The pilot exhibition was an unqualified success insofar as almost 1200 people signed the visitor’s book as a direct result. A great deal of new contacts were forged and the opportunity to address the Co. Armagh G.A.A.’s annual general meeting to seek support for the library’s fundraising trust was also generated.
The Flight of the Earls.
This has been the key focus of the Library’s outreach programme during 2007 and into 2008 To date the EIO has conducted more than 30 primary school visits working with just over 1000 pupils. The post primary phase of the outreach project began in the autumn term of 2007 and so far almost 40 workshops have been held in post primary schools. These have engaged just under 1000 pupils.
A target of 25 events for adult heritage and education groups has been met in part, with 22 events so far having been delivered. These have engaged our initial projected target of 500 people and more in this aspect of the programme. Further events are also planned with groups having arranged dates for the Flight of the Earls presentation right through until September 2008.
The first annual conference adopting the theme of the Flight took place on Friday and Saturday 16-17 November. The Library worked closely with the other libraries in the city as well as Cumman Seanchais Ard Mhahca to deliver this and the attendance on both days proved more than satisfactory. The Friday evening was attended by 62 delegates whilst the Saturday programme was enjoyed by 108. Participants were drawn from Belfast, Co.s Antrim, Armagh, Derry, Down and Tyrone as well as Louth, Monaghan, Cavan, Meath, Galway, Mayo and Dublin in the Republic.
An Exhibition drawing upon the library’s holdings on the Flight has been mounted although no official launch has been held. An accompanying publication which reproduces the text and many of the images of the exhibition has also been produced to alongside this.
On 20 February 2007 the library hosted a special screening and introductory talk by the BBC’s Dr. Antaine Ó Donnaile. Antaine had spent the previous two years working on a 3 part bilingual documentary on the Flight of the Earls and was asked to preface a screening of the concluding part of the series with a discussion on the research and making of the programmes. As he had carried out the field work, research and production on the series as well as having presented them he was in a unique position to give the audience an insight into how this major event from 400 years ago had been brought to the small screen.
This was followed by another event which marked the culmination of the Gaelic games pilot exhibition. This brought together some of the key figure in the Gaelic games world including media and sporting personalities for an evening events at which the public were invited to hear both historical and first hand accounts of the Gaelic sporting tradition in Armagh. The former President of the Gaelic Athletic Association was invited as were players and officials from past and present. The evening marked the final phase of the pilot which has to date attracted more than one thousand visitors to COFLA.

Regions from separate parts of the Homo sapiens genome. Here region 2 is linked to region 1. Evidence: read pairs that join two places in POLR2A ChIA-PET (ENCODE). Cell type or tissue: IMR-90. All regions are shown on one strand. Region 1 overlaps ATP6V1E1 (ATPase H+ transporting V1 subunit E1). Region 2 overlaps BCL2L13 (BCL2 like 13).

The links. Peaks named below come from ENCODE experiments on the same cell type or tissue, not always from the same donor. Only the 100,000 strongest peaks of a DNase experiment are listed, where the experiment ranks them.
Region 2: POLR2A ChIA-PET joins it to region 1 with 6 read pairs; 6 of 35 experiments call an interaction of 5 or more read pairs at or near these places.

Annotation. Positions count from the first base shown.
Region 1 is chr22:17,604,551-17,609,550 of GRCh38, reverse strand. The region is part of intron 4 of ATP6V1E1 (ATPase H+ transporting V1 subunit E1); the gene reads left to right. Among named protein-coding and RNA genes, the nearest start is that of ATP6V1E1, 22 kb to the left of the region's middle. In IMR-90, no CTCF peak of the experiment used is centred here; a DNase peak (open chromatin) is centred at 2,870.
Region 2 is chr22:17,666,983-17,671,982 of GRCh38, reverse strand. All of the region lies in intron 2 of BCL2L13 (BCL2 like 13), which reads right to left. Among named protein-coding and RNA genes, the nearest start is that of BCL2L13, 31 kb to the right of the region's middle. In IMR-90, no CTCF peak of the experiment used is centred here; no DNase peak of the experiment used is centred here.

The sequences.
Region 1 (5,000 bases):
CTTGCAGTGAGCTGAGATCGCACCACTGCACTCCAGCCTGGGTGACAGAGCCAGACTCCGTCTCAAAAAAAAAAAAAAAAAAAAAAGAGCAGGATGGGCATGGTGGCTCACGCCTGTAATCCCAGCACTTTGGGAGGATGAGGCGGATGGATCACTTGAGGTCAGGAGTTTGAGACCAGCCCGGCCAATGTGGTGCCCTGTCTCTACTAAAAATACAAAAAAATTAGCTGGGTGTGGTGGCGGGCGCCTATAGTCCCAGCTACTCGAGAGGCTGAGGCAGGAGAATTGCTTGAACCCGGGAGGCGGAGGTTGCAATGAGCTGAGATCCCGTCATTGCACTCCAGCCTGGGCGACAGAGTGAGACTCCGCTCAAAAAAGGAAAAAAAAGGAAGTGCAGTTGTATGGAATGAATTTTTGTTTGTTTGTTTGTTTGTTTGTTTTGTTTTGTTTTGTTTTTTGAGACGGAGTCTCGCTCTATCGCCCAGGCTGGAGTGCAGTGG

On Saturday 1 September 2007 the library organised a bus tour retracing the journey made by Hugh O’Neill in September 1607 between Armagh and Rathmullan. A commentary was provided by the Education Officer and a hand out produced using some of the material from the COFLA collections.
A powerpoint presentation was created along similar lines to that for use in schools, however, greater concentration was put on explaining and interpreting the historical background and impact of the events surrounding the Flight of the Earls. The EIO was able to draw upon substantial experience of working with the community and voluntary sector in arriving at final version of the presentation and also in identifying target audiences. Six separate community and local history groups who had previously had no contact with COFLA were engaged and the presentation was delivered over a period of approximately one hour. This was followed by an extended discussion forum in most cases. All of these presentations have been delivered away from the library environment. In addition two public lecture events have been held within COFLA and have attracted a mixture of new and established users.
Gaelic games in Ulster
Over the course of the next year the library will be turning its attention towards the 125th anniversary of the establishment of the GAA. In so doing the education and outreach programme will again mount an exhibition, this time covering a much wider geographical area to embrace not just the arch-diocese of Armagh and the counties therein but all of the province of Ulster and also County Louth.
The proposed programme will include a series of events with schools and with community groups. There will be a programme of events and lectures published by the summer of 2008 and this will include a conference looking at the history of Gaelic games in the spring of 2009. The programme will begin in May with a look at Gaelic games through the lens of the Pathé newsreel.